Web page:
And Abraham breathed his last, dying at a good ripe age, old and contented; and he was gathered to his ancestors.
In our current Torah cycle it's hard to miss the theme of mortality. Sarah dies and needs to be buried. By the end of the Torah reading, Abraham too, will breath his last. While Sarah's death takes us by surprise, we are ready and primed for Abraham's. Throughout these narratives, Abraham's age has been mentioned repeatedly after large milestone events in his story: his departure for Canaan (75), the birth of his first son (86), entering the covenant (99), the birth of his second (100), and then finally his death (175). He begins his new life at 75, and what a life it is: full of surprises, challenges and personal growth.
I was struck by the stark contrast between the story of Abraham and the article by Ezekiel Emanuel in The Atlantic some weeks ago entitled "Why I Hope to Die at 75." Emanuel makes the case that by 75 his life will be complete. "I will have loved and been loved. My children will be grown and in the midst of their own rich lives. I will have seen my grandchildren born and beginning their lives. I will have pursued my life's projects and made whatever contributions, important or not, I am going to make." His conclusion: "Dying at 75 will not be a tragedy."
He writes that he is absolutely sure of his conclusion.
I am absolutely sure of nothing in this life and applaud him for his confidence. I cannot agree with him, however. If you have had a blessed life, why shave off time from that blessing?
Of course, there are all the fears attendant upon aging that are real and terrifying: loss of bodily strength and decline of health, loss of mental capacity, loneliness, financial worries. There are no shortage of potential problems. But that is true of any age.
And perhaps we hide behind these worries because the real worry -- the fear of dying -- seems so hard to confront. If we decide we're going at 75 (I don't think he picked a month, just a year) no matter what, we are trying falsely to control something beyond our control.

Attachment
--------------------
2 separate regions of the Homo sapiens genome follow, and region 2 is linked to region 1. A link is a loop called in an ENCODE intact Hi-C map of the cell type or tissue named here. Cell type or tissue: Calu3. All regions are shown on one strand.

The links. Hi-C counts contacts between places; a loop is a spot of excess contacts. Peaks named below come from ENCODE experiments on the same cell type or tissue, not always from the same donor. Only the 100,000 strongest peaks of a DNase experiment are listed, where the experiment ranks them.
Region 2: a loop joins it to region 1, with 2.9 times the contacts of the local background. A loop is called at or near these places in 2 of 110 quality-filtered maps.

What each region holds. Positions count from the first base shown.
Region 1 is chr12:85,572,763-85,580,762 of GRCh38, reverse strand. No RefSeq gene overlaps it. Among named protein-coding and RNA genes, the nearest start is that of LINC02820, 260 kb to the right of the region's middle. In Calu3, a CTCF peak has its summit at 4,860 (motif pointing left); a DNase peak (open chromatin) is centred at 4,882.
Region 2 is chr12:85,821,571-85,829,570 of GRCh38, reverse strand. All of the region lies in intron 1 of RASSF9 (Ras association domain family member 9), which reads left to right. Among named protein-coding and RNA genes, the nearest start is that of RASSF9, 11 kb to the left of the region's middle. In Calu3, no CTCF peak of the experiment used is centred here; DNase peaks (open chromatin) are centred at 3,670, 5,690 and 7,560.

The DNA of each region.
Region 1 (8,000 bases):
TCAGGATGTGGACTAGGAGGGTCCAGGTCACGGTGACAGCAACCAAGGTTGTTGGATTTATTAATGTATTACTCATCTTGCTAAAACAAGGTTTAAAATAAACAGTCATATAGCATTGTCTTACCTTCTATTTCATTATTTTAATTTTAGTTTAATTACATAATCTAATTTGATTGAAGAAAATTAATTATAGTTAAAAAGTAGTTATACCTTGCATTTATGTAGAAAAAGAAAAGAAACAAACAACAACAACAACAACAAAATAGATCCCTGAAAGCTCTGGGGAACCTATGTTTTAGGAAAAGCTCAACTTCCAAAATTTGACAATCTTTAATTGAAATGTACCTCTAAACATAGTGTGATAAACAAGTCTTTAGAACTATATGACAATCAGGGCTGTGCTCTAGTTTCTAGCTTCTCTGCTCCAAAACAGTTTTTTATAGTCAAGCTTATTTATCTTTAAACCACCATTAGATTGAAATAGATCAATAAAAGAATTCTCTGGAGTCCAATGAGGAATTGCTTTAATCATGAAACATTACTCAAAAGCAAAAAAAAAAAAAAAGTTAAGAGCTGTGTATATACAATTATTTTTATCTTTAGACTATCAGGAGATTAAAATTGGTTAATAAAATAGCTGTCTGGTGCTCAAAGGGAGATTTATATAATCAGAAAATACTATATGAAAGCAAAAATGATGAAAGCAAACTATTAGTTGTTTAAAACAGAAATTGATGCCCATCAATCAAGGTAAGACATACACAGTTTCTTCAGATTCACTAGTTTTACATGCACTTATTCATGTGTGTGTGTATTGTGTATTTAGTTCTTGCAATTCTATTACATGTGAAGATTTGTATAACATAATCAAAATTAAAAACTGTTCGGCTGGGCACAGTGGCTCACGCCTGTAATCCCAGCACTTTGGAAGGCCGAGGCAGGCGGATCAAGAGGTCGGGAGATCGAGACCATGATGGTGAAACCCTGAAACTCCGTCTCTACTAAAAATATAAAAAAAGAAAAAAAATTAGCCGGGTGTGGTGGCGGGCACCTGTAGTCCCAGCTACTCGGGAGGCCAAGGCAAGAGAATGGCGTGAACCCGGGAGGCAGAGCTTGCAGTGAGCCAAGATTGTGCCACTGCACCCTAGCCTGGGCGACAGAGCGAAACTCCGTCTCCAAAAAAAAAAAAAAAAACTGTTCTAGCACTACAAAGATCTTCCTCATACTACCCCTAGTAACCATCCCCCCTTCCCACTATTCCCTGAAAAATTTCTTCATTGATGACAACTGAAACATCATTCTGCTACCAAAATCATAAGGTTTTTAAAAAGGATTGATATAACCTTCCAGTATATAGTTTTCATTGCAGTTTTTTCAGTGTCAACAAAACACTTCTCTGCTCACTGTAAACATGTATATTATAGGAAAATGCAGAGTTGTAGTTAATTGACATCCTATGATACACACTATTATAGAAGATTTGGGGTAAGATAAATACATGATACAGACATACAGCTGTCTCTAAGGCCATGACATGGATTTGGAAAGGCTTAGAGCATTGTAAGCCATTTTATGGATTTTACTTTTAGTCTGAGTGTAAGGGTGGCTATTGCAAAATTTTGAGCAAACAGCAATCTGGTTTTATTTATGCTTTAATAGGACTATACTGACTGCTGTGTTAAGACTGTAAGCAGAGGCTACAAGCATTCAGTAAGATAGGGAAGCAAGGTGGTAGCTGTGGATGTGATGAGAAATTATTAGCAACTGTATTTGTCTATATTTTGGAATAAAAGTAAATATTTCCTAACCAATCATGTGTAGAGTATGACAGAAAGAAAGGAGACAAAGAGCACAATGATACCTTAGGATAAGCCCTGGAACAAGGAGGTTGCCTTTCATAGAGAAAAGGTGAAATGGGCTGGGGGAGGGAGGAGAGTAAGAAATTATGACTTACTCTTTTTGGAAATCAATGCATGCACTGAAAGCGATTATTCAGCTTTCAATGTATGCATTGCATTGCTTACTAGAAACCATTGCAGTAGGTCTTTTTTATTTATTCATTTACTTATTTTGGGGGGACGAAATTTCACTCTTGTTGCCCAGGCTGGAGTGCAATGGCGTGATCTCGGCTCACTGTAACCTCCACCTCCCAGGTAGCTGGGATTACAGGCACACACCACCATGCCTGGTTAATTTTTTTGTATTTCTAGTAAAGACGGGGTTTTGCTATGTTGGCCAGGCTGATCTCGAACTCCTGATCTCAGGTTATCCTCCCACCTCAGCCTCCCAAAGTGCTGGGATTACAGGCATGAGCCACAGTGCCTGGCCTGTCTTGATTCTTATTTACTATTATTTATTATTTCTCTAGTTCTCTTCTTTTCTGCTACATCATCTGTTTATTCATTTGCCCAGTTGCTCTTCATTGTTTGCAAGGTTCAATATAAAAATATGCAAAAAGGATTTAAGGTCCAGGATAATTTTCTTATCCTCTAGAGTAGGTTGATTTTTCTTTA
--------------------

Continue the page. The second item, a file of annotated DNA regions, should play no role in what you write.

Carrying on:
One of the great contributions of the Abraham stories is the faith it gives us in aging spiritually and modeling the good death. Abraham's was a life of challenges he overcame with his immense faith in the future.
As he aged, Abraham had important succession plans to put in place for the glorious enterprise he began. He also created a second family, perpetuating and spreading the tradition he began.
When the time came, he gave gifts to the living, not waiting for the arguments to spawn over inheritance.
We need people to age well so they can teach us how to age well. It's harder to do that well when we willingly duck out because we've made some decision and attached it to an arbitrary number. Why not 74.5 or 77?
I have learned so much from the wise elders in my life, and I could not get those lessons from anyone with less life experience. It's in those moments across time that our humanity shines, as Shel Silverstein shares in his poem: "The Little Boy and the Old Man"
Said the little boy, "Sometimes I drop my spoon."
Said the old man, "I do that too."
The little boy whispered, "I wet my pants."
"I do that too," laughed the little old man.
Said the little boy, "I often cry."
The old man nodded, "So do I."
"But worst of all," said the boy, "it seems
Grown-ups don't pay attention to me."
And he felt the warmth of a wrinkled old hand.
"I know what you mean," said the little old man.
We deprive the world of compassion and respect for wisdom when we decide to prematurely say goodbye. "Do not forsake me when I am old; do not cast me away when my strength is gone" (Psalms 71:9). Nourish me when I am old. Take care of me when I cannot take care of myself. Surprise me with something I can not expect at an age I wouldn't have expected it, like a journey to a new land, a new faith, and a new family.